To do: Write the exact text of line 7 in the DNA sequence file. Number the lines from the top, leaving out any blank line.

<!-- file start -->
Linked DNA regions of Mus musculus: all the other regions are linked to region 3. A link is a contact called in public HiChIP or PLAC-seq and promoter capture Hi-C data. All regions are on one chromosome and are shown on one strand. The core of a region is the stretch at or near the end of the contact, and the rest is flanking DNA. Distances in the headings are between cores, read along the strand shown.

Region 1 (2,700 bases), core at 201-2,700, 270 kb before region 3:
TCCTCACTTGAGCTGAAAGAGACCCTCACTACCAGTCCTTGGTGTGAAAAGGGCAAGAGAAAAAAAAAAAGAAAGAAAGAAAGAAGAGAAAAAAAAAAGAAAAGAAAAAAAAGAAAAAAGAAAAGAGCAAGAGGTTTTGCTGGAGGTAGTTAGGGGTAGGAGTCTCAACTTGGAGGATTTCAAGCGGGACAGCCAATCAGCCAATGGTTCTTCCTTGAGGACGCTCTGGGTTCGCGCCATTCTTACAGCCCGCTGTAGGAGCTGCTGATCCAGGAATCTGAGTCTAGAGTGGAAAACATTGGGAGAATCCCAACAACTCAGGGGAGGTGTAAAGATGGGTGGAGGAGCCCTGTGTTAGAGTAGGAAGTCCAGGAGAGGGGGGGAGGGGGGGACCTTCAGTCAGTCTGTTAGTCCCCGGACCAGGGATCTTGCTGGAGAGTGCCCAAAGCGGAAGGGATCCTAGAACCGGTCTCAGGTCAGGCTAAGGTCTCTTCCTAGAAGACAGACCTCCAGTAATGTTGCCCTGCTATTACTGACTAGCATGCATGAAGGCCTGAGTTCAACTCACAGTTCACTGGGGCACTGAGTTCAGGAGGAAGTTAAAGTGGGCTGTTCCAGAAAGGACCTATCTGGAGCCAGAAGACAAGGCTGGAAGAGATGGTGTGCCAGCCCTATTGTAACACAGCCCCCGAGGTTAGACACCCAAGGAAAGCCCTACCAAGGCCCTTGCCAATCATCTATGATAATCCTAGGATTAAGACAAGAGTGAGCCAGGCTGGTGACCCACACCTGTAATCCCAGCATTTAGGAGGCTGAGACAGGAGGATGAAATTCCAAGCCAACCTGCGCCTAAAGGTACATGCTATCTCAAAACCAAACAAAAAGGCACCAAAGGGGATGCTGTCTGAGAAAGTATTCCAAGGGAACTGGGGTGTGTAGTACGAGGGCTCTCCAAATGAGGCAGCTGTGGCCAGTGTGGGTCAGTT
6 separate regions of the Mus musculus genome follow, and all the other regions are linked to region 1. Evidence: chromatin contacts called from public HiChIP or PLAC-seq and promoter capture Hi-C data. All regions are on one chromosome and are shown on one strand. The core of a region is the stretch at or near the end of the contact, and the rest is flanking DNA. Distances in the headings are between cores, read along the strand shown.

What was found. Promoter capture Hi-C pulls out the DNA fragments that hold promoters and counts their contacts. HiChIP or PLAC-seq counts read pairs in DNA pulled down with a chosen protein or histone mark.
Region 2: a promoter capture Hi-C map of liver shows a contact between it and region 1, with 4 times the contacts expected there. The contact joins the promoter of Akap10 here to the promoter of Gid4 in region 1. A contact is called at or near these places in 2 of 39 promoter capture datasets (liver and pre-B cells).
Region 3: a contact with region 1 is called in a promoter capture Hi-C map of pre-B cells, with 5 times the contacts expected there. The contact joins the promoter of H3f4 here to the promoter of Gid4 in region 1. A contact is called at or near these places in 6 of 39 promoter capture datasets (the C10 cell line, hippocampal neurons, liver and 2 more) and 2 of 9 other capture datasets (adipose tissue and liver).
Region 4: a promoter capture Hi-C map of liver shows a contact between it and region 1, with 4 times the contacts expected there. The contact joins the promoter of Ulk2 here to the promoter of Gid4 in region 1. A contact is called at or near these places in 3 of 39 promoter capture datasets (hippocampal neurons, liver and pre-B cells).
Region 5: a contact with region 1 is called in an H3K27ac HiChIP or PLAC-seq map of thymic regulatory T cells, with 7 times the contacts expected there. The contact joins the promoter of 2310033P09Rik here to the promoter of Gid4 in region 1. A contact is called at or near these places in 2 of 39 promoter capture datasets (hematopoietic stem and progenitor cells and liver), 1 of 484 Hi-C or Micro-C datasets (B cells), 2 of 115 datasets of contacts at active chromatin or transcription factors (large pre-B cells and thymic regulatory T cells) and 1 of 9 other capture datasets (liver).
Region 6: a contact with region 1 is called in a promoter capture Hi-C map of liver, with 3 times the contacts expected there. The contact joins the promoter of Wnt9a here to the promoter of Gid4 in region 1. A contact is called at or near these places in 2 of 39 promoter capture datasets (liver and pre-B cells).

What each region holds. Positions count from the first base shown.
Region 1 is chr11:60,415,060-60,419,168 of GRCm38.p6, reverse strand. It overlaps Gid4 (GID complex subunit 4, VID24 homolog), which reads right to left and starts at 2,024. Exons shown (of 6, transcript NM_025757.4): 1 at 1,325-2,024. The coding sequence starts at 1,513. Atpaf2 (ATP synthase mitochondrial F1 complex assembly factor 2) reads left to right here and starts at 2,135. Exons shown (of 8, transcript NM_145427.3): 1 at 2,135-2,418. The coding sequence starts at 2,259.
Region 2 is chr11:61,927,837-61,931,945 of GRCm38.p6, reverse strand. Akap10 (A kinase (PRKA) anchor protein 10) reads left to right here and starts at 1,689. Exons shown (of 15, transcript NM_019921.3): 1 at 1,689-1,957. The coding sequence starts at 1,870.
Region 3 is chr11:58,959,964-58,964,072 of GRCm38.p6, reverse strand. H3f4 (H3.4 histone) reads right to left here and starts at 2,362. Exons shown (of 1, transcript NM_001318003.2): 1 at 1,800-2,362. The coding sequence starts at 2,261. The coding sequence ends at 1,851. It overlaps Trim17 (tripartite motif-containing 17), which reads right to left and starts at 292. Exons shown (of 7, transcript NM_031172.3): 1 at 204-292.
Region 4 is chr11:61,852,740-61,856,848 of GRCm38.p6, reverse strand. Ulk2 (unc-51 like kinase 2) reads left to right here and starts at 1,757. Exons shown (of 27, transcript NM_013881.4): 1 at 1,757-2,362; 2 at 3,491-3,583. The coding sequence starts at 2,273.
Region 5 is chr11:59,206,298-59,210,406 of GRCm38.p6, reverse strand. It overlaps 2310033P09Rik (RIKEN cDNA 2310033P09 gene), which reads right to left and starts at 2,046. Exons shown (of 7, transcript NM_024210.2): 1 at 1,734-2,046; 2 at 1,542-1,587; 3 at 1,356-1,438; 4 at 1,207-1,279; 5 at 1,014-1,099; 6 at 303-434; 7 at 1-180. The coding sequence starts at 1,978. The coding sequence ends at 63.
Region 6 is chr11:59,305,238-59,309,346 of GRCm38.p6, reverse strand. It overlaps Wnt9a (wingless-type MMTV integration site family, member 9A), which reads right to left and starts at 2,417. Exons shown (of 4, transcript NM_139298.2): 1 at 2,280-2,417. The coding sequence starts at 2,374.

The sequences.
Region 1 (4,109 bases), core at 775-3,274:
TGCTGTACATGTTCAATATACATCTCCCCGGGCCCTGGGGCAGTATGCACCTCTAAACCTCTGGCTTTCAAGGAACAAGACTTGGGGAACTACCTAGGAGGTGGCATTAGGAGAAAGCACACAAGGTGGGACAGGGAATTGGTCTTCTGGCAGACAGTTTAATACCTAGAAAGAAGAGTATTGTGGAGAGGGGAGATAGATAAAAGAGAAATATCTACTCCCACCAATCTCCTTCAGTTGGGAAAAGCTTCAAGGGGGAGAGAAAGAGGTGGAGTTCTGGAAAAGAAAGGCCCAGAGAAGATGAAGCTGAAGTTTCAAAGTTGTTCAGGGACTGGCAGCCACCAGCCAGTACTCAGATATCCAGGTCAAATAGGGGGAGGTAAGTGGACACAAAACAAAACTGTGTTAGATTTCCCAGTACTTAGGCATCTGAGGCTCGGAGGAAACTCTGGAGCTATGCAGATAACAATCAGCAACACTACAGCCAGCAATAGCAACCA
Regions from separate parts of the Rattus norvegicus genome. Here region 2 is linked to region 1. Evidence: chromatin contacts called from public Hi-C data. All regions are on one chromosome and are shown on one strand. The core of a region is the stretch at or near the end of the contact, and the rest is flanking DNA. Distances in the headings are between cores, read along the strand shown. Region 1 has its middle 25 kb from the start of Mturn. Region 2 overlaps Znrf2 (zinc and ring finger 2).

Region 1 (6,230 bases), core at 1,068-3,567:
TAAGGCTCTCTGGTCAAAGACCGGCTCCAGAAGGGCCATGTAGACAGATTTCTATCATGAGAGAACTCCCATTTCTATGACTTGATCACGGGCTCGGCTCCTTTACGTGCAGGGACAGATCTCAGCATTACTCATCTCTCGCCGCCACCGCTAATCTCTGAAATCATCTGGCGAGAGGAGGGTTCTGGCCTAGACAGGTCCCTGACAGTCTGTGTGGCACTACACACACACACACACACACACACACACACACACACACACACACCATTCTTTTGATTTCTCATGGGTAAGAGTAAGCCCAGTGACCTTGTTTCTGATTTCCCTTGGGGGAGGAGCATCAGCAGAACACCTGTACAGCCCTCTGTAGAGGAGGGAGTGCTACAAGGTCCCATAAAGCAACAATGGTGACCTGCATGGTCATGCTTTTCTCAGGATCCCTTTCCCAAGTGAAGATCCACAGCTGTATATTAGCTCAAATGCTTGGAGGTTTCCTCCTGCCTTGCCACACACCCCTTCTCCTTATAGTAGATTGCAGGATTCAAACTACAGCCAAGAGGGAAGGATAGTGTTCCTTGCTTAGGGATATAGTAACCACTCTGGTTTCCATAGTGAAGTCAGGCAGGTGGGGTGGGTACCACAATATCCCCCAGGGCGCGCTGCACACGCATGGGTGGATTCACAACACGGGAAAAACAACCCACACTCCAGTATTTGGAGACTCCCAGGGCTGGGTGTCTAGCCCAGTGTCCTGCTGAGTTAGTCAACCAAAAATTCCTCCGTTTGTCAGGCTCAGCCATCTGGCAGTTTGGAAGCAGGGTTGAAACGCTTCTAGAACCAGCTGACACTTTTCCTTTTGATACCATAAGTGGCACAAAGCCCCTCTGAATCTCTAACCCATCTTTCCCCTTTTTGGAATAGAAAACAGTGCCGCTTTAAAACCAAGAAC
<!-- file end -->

Region 3: a contact with region 1 is called in a promoter capture Hi-C map of pre-B cells, with 5 times the contacts expected there. The contact joins the promoter of H3f4 here to the promoter of Gid4 in region 1. A contact is called at or near these places in 6 of 39 promoter capture datasets (the C10 cell line, hippocampal neurons, liver and 2 more) and 2 of 9 other capture datasets (adipose tissue and liver).